Healthy Diet Foods Health & Wellness

The Ingredients of a Healthy Diet

While there is no one nutritional diet that works for everyone, there are recommended nutritional elements for the general population. Depending on your age and medical conditions, your dietary plan may need adjustments. Talk with your doctor to find a personalized nutrition plan that would work best for you.

Your Plate Should Look Like My Plate

The USDA and the U.S. Department of Health and Human Services recommend following their My Plate guidelines when preparing each meal. The plate is divided into food group sections with varying sizes depending on the amount of each food you should aim to eat. There are five main food groups you need to consume to receive proper nutrition.

ChooseMyPlate

Vegetables

Vegetables are chock full of vitamins and minerals and also contain fiber and protein. They give you the nutrients your body craves without the calories and fat of other less healthy choices. Eating plenty of vegetables can help lower your risk for chronic diseases, like diabetes and heart disease.

Experts recommend adults eat 2.5 to 3 cups of veggies daily. Unfortunately, American adults eat less than 1.5 cups a day on average. Need help visualizing a cup of vegetables? A one-cup serving of vegetables is equal to:

  • 2 large celery stalks
  • 1 large bell pepper
  • 1 large baked sweet potato
  • 1 medium baked white potato
  • 3 5-inch broccoli spears
  • 12 baby carrots or 2 medium carrots
  • 1 8-inch ear of corn

It is best to eat a colorful variety of vegetables every day. The distinctive color of each vegetable gives you a clue into what nutrients are in each. Dark leafy greens, like spinach, are full of vitamin A and folic acid. Red vegetables, like red bell pepper, have lots of vitamins C and A.  

You don’t have to stick with common veggies like potatoes and lettuce. Expand your palate with butternut squash, cassava, or sugar beets.

Grains

Experts recommend eating between 5 and 8 ounces of grain daily, and at least half of those ounces should be whole grain. Whole grains contain the entire grain kernel while refined grains are milled to remove the bran and germ of the kernel. Americans are not getting enough whole grain; only 8% of adults are consuming at least 3 ounces a day, and 40% claim not to eat any whole grain.

One ounce of whole grain is equivalent to:

  • ½ cup of cooked oatmeal, barley, or brown rice
  • 1 slice of whole-wheat bread
  • 3 cups of popped popcorn

Whole grains in particular are excellent sources of essential nutrients. They contain magnesium for bone health, selenium for immune system support, and fiber for digestion and weight management.

Check nutrition labels at the grocery store to see if the foods you are purchasing are whole-grain. Remember, products that are labeled “multi-grain” and “whole wheat” do not necessarily mean that they are whole grain.

Protein

You should aim to eat 5 to 6.5 ounces of protein every day. This amount may vary based on your level of physical activity.

Protein is not only found in meat; you can get your fill with beans, peas, and nuts, to name a few sources. When deciding on what source of protein to eat, go for lean meats and low-fat options. Choose a variety of protein products to eat each week. It is also recommended to eat at least 8 ounces of cooked seafood a week unless you are vegetarian.

One ounce of protein is equivalent to:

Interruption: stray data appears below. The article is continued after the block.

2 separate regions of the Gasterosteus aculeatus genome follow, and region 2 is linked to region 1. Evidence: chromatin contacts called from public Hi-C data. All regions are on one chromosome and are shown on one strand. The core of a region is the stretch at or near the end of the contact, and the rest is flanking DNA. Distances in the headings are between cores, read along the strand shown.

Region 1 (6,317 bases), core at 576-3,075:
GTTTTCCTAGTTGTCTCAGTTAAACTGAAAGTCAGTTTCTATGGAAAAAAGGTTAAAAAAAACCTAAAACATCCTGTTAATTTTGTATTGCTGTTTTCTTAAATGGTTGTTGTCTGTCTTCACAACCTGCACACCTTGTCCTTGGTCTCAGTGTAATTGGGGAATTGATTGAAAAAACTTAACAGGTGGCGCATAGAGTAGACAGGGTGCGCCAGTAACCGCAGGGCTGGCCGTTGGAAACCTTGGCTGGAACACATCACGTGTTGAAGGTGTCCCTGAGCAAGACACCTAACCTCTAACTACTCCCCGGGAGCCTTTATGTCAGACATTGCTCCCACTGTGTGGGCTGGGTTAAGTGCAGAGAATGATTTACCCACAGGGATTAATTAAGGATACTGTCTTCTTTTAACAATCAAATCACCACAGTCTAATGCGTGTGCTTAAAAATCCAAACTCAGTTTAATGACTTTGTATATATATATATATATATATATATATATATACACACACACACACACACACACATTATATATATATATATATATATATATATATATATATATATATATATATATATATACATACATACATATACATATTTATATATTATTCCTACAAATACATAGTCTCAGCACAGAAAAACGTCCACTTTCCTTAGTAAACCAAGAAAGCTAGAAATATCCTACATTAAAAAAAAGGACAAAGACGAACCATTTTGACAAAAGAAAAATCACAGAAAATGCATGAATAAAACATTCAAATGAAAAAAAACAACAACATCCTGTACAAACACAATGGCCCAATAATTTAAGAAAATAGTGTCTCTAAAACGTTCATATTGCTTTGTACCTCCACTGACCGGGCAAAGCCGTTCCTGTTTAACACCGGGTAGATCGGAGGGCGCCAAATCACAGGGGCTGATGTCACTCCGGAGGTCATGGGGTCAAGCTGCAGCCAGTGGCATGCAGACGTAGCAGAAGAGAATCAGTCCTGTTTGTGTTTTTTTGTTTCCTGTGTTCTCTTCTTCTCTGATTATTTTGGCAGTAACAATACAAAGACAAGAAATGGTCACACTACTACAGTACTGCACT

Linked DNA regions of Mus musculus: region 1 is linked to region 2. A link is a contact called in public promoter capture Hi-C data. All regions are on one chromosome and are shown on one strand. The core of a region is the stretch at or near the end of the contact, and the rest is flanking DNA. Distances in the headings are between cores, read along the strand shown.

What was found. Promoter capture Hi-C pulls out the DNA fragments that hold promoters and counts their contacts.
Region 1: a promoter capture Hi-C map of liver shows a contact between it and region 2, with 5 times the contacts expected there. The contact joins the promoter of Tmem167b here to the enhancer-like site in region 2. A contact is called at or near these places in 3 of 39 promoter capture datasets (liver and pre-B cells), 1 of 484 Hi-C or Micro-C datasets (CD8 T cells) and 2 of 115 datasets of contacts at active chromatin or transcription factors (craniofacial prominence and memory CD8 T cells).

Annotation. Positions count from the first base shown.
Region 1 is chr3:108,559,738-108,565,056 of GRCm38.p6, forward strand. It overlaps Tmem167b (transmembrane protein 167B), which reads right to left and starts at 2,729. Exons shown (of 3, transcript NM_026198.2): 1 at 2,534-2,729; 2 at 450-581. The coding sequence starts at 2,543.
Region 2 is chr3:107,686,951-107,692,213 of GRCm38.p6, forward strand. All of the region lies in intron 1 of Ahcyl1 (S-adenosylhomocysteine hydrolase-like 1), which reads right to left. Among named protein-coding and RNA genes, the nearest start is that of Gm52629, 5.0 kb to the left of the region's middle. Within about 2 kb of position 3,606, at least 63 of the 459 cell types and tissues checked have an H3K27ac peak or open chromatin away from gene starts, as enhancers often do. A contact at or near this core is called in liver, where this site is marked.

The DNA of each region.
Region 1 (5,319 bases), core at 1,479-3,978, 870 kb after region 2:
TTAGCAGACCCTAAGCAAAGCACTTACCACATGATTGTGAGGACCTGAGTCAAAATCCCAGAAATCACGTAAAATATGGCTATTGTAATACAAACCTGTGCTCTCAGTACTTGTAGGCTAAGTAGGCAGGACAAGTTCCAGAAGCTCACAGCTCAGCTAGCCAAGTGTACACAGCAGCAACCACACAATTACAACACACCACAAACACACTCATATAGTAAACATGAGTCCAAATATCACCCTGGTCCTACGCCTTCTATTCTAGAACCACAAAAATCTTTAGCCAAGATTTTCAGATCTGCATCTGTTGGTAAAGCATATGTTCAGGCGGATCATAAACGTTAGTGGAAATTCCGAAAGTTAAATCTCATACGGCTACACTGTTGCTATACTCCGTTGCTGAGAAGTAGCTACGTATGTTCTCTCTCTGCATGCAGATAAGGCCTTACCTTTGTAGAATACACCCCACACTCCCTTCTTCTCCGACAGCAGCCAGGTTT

• 1 egg
  • ¼ cup of cooked beans or peas
  • 2 tablespoons of hummus
  • 1 tablespoon of peanut butter
  • 1 sandwich slice of turkey
  • 1 ounce of meat, poultry, or seafood

Try our award-winning Black Bean Budino with Fresh Berries and Pomegranate recipe for a healthy twist on dessert with protein and fiber.

Fruits

Experts recommend eating 1.5 to 2 cups of fruit each day. Only 13% of Americans consume the daily recommended amount of fruit. What’s even worse is 39% of Americans entirely pass up fruit each day.

One cup of fruit is equivalent to:

  • 1 small apple
  • 32 seedless grapes
  • 1 large orange
  • 8 large strawberries
  • 1 medium pear
  • 1 large peach
  • 1 large banana
  • ½ cup of dried fruit
  • 1 cup of fruit juice

As with vegetables, it’s important to eat a colorful variety of fruits to get a variety of nutrients. There are many different fruits in the world, and chances are you have yet to try them all. Mix things up with elderberries, guava, and star fruit. Try CHI St. Luke’s Health–The Woodlands Hospital’s heart healthy recipe for a Gourmet Blueberry Blood Orange Smoothie.

Dairy

Dairy products give you the calcium to support your bone health and strengthen your teeth. Food made from milk that retains its calcium content or is calcium-fortified is part of the dairy food group. Everyone should aim to consume 3 cups of dairy every day. Even if you are lactose intolerant, you can get your fill of dairy through lactose-free dairy products.

One cup of dairy is equivalent to:

  • 1 cup of milk
  • 1 cup of yogurt
  • 1.5 ounces of hard cheese
  • 2 cups of cottage cheese
  • 1/3 cup of shredded cheese
  • ½ cups of ricotta cheese
  • 1 cup of calcium-fortified soymilk

When deciding on dairy products, go for fat-free or low-fat items that are high in calcium.

If you need some tips to make it easier to eat healthy, take these Simple Steps to Help You Eat Better. Be sure to also exercise daily to complement your nutritious diet for overall health. Make an appointment with one of the primary care physicians at Baylor St. Luke’s Medical Group The Woodlands to receive a dietary consultation and personalized nutrition plan.

 

Sources:

Healthy Diets Overview

ChooseMyPlate.gov

Add Variety to Your Vegetables

Wanted: Whole Grains in Your Diet

Take a Bite of Wellness! Eat More Fruits and Veggies

Only 1 in 10 Americans Eats Enough Fruits and Veggies: CDC

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